CHRIS: I always dreamt of having Steve Nieve in the band, his flair and insomniac behaviour inspired me very much in those days. Some weeks we never slept a wink. It was a great day's recording.

23) On My Mind Tonight
GLENN: Guy Fletcher, who played keyboards, came up with the great scat singing part in the middle section. I was at this time embarking on a 3 year period of smoking too much dope and not having a lot on my mind.
CHRIS: Written while babysitting with my nose firmly set in a packet of chewing gum. The words describe the night as it happened for meand I can see it now as I type, clear as mud.

24) Hope Fell Down
GLENN: Was written by pretending to be the Temptations.
CHRIS: Chord changes to make your knees knock and your hair stand on end, this could be a huge hit with some love and care.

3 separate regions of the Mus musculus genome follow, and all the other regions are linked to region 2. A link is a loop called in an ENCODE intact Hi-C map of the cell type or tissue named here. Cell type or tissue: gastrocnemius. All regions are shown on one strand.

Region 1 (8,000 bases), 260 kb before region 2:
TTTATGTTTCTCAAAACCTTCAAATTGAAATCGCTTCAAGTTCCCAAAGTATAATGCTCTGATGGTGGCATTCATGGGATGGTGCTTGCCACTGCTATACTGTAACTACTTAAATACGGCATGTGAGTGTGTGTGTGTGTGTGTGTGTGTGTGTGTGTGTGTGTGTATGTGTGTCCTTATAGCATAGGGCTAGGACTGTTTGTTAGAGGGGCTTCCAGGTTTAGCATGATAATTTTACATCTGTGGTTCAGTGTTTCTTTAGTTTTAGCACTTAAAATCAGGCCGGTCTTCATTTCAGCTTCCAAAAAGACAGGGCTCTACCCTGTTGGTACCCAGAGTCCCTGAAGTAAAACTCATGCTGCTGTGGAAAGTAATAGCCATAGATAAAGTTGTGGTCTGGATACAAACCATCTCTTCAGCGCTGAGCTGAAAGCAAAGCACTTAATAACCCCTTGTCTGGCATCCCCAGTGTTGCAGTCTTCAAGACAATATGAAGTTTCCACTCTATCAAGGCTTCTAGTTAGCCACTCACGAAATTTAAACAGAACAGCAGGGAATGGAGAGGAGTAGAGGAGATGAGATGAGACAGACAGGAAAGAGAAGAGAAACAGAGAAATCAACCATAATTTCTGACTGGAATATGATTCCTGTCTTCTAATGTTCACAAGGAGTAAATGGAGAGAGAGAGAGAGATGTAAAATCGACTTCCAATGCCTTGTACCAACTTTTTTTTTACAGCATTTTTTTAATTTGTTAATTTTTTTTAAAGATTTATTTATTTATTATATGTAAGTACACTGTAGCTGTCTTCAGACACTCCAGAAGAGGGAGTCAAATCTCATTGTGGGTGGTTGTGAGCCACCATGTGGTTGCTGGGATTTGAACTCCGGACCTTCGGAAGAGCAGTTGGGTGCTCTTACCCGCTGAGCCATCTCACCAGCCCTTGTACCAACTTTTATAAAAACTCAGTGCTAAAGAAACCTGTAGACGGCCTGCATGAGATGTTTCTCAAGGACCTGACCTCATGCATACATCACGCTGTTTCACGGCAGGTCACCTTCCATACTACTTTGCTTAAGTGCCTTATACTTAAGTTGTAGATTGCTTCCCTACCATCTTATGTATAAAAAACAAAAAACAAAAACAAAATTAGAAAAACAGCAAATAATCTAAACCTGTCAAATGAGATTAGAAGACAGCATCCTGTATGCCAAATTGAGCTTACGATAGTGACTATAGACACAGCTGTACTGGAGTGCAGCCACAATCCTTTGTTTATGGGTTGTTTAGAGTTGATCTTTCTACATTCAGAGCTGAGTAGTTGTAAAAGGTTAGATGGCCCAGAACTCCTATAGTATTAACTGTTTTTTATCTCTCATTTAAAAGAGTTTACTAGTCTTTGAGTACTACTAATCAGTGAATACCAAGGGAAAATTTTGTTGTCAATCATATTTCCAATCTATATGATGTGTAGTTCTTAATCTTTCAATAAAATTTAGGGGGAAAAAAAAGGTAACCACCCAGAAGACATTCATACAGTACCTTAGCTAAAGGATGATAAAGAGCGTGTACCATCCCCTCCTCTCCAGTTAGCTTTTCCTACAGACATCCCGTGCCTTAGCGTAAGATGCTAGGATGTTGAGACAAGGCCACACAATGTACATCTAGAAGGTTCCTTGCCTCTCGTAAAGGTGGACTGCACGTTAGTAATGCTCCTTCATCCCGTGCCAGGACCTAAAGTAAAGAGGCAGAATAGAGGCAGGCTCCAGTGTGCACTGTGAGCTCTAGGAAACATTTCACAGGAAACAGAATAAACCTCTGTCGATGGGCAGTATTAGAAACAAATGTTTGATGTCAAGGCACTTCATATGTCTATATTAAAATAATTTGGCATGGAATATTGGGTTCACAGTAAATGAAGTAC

25) No Place Like Home
GLENN: Domestic disharmony meets the kitchen sink and comes out fighting in what I think is a spirited song from the sluggish Cosi Fan Tutti Frutti.
CHRIS: Kitchen sinks, I was tied to them. "Suds" they called me.

26) What Have They Done?
GLENN: Recorded in the interim between Cosi Fan and Babylon and On for the soundtrack of When the Wind Blows, this was a bit of a watershed for us in that it largely determined the direction for the next album - ie: let's all play together in the studio and enjoy it.
CHRIS: A boyish lyric that comes from that part of me that is South London and always will be.

27) Tough Love
GLENN: T-Bone Wolk's accordion part was the cheese on my toast in this song that has one of my favourite of Chris' lyrics.
CHRIS: Gilson inspired this lyric from something he said on the tour bus. I know now what he meant and how he felt. I love Gilson very much and will always respect the amount of effort he put into the band.